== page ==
Raising the head was only for making density calibration prints and contact prints, not for printing the image. Because the image will get bigger as you raise the head, just as you found out.
Non-enlarger bulb is only for "the last option."
If you can use a standard enlarger bulb, use it. 75w seems to be the lowest wattage for enlarger bulbs. After that, use ND filters to reduce the intensity.
As for "the last option," that is for people like ME, who have a Durst L1000. The special enlarger bulb for that enlarger is no longer made, so we have to make do with whatever will work.
Why the fixation on f8?
As other have said, close the lens down as you need to. That is what the aperture control is there for.
In the darkroom class I took a while back the teacher said we should always use f/8...I wondered why the manufactures put other apertures on the lens if they weren't to be used?
Good Morning, Barry,
There has long been "rule" that lenses tend to perform best a couple of clicks down from maximum aperture. That may well be correct in some (many? most?) cases, but I wonder if isn't also a holdover from decades ago when some lenses were less precisely constructed and/or there was more variablity from sample to sample. Clearly, a lot of lenses on old folding cameras have lenses which are rather poor wide open but respectable when stopped down somewhat. The problem with stopping down too much is that an extremely small aperture can cause diffraction which degrades an image. This is one reason that a lot of 50mm lenses on 35mm cameras have a minimum aperture of only ƒ16. On many large-format lenses, apertures down to ƒ45 or ƒ64 are not uncommon, and diffraction isn't much of a problem since the diameter of the opening is still large enough to minimize diffraction. Printing at ƒ8 with a 50mm enlarging lens makes some sense, although I haven't noticed any problem when I occasionally use ƒ11 or ƒ16. With the 135mm or 150mm enlarging lenses used for 4 x 5, an aperture of ƒ16 or even smaller still has an opening which is large enough to avoid any significant diffraction and allows a long enough exposure for dodging and burning.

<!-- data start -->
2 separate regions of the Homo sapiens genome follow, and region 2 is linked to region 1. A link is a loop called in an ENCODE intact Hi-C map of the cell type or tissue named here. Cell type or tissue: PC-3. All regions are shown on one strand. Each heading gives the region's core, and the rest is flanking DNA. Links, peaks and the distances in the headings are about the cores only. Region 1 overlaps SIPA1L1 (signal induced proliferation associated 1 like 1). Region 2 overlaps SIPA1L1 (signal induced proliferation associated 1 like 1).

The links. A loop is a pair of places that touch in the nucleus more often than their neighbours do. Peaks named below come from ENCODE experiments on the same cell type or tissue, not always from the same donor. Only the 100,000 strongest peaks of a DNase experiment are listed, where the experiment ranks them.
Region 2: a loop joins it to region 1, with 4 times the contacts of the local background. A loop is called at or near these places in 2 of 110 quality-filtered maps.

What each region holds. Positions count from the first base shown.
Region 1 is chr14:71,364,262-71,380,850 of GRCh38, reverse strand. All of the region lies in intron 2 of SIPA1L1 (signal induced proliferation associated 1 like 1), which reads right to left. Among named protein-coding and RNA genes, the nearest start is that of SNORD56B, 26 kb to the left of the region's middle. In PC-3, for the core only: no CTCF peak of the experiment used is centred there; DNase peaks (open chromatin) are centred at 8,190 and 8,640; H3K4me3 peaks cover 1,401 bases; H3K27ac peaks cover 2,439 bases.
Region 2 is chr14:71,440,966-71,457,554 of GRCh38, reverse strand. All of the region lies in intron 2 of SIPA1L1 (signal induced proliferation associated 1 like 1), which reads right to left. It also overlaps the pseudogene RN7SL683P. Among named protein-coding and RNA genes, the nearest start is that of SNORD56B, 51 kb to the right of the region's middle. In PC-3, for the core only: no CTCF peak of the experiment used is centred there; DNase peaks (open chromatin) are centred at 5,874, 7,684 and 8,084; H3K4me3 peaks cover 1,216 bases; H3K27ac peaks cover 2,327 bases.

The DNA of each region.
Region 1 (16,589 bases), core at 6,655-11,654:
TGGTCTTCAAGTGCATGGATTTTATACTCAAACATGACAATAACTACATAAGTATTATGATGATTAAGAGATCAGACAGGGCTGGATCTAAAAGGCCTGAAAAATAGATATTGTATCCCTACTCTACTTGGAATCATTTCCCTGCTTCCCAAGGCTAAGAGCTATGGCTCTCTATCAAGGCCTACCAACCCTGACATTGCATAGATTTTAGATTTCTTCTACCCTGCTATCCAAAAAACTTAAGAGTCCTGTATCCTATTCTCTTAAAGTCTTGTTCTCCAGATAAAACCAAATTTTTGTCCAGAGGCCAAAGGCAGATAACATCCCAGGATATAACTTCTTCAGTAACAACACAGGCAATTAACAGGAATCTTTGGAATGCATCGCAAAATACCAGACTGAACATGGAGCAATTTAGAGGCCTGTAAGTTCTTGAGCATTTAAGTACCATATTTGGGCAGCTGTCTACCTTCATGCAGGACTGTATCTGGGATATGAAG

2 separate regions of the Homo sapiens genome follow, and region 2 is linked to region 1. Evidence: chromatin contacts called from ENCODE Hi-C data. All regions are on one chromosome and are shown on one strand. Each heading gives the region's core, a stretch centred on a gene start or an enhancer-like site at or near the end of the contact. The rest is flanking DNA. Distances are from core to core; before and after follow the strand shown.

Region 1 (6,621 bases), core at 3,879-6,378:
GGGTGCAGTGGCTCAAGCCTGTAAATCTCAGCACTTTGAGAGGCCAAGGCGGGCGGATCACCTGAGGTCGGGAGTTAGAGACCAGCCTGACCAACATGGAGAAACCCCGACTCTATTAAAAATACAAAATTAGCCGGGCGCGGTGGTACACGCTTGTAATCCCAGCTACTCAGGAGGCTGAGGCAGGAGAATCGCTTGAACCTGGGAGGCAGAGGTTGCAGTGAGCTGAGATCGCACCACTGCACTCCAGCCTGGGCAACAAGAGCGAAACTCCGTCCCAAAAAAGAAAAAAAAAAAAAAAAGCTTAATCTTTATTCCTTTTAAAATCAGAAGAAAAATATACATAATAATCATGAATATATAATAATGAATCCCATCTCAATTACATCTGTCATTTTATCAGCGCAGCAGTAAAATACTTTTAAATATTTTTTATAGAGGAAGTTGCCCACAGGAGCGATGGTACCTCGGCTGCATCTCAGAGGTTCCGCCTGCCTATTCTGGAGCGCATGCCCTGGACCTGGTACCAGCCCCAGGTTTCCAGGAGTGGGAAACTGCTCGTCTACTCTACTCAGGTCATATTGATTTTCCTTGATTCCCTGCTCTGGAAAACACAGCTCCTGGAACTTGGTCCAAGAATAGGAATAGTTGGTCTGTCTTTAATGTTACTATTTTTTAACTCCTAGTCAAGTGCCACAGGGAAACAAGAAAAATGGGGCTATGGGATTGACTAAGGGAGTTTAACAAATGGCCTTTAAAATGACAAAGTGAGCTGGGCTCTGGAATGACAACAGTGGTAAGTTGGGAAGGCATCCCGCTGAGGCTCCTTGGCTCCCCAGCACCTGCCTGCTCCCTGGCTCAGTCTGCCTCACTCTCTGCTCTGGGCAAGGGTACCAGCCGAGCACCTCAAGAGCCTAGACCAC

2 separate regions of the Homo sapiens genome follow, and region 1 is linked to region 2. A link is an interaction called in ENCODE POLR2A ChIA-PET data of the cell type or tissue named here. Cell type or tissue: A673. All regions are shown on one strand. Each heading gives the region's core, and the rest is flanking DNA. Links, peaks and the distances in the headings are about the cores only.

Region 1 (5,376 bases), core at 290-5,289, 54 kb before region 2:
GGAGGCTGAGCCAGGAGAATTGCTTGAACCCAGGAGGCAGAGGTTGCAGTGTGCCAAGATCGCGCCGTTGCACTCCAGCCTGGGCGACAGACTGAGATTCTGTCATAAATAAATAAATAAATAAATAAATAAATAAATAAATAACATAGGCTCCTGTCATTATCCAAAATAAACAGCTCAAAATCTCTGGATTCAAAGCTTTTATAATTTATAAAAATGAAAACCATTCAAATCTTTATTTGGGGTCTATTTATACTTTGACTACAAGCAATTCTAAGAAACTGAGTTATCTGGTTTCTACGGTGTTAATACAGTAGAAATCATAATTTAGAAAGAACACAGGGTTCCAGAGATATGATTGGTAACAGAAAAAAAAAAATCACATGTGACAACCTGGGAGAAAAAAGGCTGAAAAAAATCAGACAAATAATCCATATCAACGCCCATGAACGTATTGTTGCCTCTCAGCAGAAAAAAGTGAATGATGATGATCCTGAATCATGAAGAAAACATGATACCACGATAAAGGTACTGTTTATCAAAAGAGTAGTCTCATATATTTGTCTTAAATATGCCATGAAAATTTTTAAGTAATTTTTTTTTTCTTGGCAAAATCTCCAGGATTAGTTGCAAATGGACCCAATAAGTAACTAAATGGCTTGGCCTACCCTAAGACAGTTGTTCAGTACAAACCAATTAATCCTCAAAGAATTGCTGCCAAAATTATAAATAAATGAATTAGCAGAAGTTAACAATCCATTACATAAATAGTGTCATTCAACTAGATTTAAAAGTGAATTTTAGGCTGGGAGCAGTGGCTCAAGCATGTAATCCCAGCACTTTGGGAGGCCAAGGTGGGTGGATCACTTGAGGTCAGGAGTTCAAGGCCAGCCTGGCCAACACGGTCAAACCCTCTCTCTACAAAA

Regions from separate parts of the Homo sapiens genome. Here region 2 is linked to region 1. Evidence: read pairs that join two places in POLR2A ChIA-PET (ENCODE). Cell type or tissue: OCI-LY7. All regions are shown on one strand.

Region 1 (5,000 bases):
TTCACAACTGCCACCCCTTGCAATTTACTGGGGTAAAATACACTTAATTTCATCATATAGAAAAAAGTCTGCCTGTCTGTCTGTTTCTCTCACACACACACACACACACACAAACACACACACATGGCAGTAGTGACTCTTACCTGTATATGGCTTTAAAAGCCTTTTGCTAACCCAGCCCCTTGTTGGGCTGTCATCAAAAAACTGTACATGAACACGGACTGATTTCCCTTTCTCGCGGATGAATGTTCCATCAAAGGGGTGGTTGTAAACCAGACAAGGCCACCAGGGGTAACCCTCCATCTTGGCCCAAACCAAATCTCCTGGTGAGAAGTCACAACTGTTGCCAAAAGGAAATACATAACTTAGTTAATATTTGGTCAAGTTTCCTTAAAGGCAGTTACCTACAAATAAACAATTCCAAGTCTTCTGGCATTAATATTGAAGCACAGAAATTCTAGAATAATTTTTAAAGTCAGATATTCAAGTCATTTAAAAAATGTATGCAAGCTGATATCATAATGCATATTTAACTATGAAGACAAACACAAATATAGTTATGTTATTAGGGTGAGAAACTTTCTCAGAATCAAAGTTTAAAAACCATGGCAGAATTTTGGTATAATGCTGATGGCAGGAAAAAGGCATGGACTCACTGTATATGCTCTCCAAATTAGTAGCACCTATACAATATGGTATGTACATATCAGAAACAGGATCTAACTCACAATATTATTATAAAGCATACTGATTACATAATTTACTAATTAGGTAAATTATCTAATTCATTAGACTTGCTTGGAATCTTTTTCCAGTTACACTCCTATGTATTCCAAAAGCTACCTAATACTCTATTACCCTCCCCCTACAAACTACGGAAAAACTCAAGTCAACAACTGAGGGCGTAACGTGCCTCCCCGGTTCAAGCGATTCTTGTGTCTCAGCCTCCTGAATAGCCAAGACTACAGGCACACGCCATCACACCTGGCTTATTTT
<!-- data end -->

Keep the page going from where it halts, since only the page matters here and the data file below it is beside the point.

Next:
Thanks Konical! That is great information. At this point I'm not going to worry about it, I'm just going to print and enjoy. I checked the bulb and it is a ph212/150w so I think I'm going to change to a ph211/75w and that should help out and it is a simple solution.